What this town needs is a Barney’s*

(*And if you think I mean the upscale NYC department store, that’s the problem – I’m sort of talking about the opposite of that)

Commentary by Saratoga Springs resident Jeff Schwartz



I dropped anchor in Saratoga Springs over two decades ago.  Best…Move…Ever… Great place to live, to raise kids, to socialize, etc.  Sure, like every place else it has its issues. But I really love my adopted hometown.


However, I’m keenly aware of how things are changing. One of those things, for example, is the local housing market. As I keep perusing the real estate listings, I see house after house and condo after condo for $1MM+. That is A LOT of money. And just like in certain other parts of the country (though generally more common in major metropolitan areas), there is talk of the need for work force housing and how difficult it is for teachers, first responders, people in food service and hospitality to afford to live in the very town that they help make great. 


Part of the fabric of the city is the many great bars and restaurants. No shortage of places to get a very fine meal and an equally fine cocktail to accompany it, as well as a sizable bill at the end of the night. Nothing wrong with paying well for fine food and service – it’s well deserved. But that’s not what I’m talking about here. So….about Barney’s.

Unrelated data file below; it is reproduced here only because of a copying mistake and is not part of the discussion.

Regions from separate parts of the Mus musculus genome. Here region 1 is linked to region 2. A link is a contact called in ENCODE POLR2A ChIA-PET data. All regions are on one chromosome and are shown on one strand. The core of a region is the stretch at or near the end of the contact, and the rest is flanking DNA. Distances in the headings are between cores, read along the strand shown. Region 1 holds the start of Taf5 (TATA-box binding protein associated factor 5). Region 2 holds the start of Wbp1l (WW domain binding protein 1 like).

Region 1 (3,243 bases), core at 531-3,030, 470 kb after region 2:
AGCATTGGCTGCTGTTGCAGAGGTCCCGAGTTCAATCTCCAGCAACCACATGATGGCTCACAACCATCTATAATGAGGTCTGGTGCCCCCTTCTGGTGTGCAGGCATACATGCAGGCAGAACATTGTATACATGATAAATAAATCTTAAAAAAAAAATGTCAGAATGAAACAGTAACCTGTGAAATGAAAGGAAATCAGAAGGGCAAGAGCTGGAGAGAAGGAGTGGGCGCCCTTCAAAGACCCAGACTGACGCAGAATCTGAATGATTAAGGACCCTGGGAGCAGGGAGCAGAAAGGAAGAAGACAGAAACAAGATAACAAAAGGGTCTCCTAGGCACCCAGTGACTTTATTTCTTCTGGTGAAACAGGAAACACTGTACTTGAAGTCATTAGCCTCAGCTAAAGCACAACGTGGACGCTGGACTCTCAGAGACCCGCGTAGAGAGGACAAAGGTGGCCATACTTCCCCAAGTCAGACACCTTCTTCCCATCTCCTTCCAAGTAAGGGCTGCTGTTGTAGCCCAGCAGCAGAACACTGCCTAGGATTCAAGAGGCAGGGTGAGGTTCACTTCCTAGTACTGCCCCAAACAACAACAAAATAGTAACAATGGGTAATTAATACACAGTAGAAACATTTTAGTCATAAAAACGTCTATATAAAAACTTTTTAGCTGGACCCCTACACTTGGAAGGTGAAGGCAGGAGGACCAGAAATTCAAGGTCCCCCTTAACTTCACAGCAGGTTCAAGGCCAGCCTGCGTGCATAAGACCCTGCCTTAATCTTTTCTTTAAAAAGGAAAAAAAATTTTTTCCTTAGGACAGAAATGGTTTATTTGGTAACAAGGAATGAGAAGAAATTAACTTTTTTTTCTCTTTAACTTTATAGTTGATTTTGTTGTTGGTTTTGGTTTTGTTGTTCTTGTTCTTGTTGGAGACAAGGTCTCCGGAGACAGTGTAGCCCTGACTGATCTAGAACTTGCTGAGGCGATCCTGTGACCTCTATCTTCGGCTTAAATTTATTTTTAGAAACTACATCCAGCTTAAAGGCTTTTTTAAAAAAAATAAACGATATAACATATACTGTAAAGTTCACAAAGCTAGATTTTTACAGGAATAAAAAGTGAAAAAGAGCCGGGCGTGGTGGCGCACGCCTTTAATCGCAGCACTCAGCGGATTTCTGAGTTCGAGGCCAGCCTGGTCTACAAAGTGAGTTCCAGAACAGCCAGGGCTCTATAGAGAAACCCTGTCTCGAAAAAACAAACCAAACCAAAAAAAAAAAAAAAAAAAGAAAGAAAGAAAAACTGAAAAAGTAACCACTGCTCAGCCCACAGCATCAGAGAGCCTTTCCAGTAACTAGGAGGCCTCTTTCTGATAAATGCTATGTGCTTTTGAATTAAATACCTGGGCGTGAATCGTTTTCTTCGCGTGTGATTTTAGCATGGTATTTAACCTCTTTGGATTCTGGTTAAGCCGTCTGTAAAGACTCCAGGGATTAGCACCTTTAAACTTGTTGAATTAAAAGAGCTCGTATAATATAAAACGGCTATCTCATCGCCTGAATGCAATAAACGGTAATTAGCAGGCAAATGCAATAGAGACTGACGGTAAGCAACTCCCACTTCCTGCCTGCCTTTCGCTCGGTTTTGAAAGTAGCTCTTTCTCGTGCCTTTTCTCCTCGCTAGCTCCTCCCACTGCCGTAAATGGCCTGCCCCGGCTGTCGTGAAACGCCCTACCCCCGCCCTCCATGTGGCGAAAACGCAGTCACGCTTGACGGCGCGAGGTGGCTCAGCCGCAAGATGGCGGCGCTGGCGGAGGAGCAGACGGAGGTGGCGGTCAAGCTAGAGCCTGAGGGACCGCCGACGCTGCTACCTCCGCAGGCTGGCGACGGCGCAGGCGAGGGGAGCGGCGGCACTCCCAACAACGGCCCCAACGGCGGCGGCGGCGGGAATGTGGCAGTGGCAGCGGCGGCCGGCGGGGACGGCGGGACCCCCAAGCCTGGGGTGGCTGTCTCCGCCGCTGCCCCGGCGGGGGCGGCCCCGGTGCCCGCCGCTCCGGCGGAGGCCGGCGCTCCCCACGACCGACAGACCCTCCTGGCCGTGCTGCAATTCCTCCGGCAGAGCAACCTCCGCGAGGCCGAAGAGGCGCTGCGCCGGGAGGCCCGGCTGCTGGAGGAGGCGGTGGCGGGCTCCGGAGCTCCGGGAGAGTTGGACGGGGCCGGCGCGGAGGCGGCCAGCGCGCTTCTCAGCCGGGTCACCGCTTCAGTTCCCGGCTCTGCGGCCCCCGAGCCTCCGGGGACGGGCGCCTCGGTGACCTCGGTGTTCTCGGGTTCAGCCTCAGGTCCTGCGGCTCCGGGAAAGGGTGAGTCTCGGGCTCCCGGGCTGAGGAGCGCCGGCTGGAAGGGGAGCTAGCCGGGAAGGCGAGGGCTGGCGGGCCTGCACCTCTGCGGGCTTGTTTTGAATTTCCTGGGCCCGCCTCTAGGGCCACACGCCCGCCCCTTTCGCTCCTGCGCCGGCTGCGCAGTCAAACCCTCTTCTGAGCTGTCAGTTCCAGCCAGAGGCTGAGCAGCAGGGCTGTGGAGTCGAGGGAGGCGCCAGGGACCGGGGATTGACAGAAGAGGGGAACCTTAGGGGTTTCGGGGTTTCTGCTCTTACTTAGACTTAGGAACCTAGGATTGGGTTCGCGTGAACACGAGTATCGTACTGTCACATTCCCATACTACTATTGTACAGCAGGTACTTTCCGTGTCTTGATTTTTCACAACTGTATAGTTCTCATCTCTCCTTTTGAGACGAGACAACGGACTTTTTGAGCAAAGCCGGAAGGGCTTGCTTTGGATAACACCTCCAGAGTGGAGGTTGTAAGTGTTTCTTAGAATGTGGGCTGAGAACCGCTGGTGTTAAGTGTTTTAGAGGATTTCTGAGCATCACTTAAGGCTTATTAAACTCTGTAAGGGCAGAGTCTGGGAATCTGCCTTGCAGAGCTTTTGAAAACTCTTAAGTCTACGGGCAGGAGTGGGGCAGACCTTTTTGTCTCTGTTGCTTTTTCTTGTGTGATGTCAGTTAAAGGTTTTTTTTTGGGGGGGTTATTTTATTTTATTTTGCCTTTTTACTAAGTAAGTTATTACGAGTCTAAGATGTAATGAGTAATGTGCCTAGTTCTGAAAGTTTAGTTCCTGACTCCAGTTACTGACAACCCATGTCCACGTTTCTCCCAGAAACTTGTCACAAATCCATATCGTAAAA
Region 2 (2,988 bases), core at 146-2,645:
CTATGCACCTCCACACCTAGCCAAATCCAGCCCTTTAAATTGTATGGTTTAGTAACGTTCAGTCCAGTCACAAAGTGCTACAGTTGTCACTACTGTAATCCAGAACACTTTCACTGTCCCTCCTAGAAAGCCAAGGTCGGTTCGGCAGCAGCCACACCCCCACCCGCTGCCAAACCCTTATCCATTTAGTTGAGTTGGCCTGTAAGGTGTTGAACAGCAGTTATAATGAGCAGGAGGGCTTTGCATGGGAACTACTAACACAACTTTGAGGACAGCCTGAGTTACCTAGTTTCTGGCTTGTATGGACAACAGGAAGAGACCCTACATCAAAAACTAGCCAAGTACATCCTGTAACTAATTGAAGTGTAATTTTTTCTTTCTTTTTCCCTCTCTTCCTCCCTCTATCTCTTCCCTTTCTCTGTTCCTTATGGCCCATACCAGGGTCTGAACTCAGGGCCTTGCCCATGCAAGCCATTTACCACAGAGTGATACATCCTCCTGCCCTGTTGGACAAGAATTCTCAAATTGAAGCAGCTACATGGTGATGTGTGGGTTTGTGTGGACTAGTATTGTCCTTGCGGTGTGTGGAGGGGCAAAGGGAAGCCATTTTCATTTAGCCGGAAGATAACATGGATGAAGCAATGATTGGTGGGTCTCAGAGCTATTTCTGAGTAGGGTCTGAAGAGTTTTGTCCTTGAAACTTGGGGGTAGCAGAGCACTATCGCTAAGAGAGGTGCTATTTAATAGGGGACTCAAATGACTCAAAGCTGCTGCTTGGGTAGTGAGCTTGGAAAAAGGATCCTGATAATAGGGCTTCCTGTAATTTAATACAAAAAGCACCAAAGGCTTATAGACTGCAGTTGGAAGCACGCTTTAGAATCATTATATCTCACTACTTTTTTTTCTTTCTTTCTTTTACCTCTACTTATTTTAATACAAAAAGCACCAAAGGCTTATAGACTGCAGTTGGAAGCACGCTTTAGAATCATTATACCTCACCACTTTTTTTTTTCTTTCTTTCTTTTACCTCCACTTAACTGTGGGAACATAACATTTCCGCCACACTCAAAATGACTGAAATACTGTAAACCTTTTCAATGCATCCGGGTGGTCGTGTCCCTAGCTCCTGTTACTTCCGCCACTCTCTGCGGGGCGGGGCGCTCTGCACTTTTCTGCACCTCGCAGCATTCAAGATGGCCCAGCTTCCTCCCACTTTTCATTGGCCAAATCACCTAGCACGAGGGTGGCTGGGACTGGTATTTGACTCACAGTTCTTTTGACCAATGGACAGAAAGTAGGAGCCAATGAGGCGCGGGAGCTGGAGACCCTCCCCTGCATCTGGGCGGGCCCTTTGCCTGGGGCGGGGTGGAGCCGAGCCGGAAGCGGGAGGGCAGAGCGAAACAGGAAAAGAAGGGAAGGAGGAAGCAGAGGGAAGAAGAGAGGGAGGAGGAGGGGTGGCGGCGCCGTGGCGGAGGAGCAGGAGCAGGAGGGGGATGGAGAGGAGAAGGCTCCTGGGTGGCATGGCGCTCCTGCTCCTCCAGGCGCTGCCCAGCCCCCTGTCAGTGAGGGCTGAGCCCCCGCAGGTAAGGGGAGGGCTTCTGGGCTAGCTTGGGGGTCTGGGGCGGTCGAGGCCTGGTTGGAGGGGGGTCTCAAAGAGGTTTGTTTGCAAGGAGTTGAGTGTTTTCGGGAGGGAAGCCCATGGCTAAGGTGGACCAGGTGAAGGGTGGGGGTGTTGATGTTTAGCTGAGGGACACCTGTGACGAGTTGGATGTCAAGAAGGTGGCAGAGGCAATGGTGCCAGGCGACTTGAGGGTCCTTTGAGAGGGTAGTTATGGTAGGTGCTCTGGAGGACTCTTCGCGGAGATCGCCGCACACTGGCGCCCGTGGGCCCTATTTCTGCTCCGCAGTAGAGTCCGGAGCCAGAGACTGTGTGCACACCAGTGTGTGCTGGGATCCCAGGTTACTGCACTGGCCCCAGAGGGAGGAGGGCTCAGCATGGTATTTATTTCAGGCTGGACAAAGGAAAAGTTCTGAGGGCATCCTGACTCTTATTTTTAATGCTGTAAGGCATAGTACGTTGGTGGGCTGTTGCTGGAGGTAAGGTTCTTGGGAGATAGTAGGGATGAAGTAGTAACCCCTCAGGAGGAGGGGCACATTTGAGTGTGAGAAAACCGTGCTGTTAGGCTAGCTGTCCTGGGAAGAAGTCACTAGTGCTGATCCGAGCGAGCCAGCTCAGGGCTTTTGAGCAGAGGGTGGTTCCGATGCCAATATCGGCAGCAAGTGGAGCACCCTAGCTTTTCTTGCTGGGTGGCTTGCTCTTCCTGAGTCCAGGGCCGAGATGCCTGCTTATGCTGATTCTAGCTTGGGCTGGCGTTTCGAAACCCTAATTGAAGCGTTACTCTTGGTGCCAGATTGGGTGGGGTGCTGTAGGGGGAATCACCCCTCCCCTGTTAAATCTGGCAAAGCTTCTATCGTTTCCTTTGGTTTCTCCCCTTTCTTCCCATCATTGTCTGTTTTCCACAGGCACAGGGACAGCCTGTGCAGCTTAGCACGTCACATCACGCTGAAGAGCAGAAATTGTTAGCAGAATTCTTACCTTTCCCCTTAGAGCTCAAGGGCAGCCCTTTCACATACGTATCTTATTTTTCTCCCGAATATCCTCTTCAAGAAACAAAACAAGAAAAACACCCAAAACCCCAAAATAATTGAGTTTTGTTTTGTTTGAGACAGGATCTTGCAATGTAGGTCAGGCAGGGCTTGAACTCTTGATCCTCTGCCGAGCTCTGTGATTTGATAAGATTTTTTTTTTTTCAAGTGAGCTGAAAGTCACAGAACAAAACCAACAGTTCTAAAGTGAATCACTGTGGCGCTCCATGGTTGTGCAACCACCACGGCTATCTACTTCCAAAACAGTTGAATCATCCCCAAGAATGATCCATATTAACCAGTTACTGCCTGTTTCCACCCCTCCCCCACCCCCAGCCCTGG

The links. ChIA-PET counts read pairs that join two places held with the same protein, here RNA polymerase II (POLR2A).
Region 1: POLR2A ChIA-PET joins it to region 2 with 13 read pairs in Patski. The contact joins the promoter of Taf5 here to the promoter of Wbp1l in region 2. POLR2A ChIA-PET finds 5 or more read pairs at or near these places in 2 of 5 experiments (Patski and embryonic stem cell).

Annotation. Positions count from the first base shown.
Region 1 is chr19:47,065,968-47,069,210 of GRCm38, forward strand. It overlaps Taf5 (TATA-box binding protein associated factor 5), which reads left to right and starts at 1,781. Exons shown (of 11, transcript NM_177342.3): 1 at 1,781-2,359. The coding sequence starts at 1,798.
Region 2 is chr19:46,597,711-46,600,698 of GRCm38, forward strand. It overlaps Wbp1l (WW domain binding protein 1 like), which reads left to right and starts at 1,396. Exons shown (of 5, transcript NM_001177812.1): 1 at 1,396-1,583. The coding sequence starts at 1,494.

I often run and bike through the east side of town (near the dead presidents). On one of those runs I saw that the building on Crescent Street between Adams Street and Monroe Street was being torn down (probably for more housing).  Most recently it was the Blue Agave restaurant, and before that is was Leon’s and before that it was Barney’s.

Barney’s was a family joint – plain and simple – and it was fabulous. It was family run and those folks busted their asses. Pizza, hot subs (meatball parm, oh how I miss you so!), pitchers of beer and soda. Plastic tumblers. Paper napkins. Maybe even those faux wooden parquet salad bowls. Nothing fancy. A place where you could bring the kids. Noise was fine. The pizzas were served on those elevated silver stands. You ordered a bunch of stuff for the whole group. It was heaven to hit Barney’s after a day at the races. And it sure as hell did not break the bank, which for some was not an irrelevant consideration after a day at the “graveyard of favorites”. A good meal at a good price with good people, prepared and delivered by good people…hard working people. Heck, there was even a parking lot! It was the kind of place where the owners often knew the guests, and you had a good chance at seeing someone you knew.


Looking back I can only imagine how much blood, sweat and tears went into a place like that. It could not have been easy to own a place like that, but it was surely a sweet gig being a customer.


This isn’t an anti-progress rant. I’m not a NIMBY or a BANANA. Change is fine; change is good. All I’m saying is that places like that are integral to the character of a town.  This town could surely use a Barney’s. I miss that place.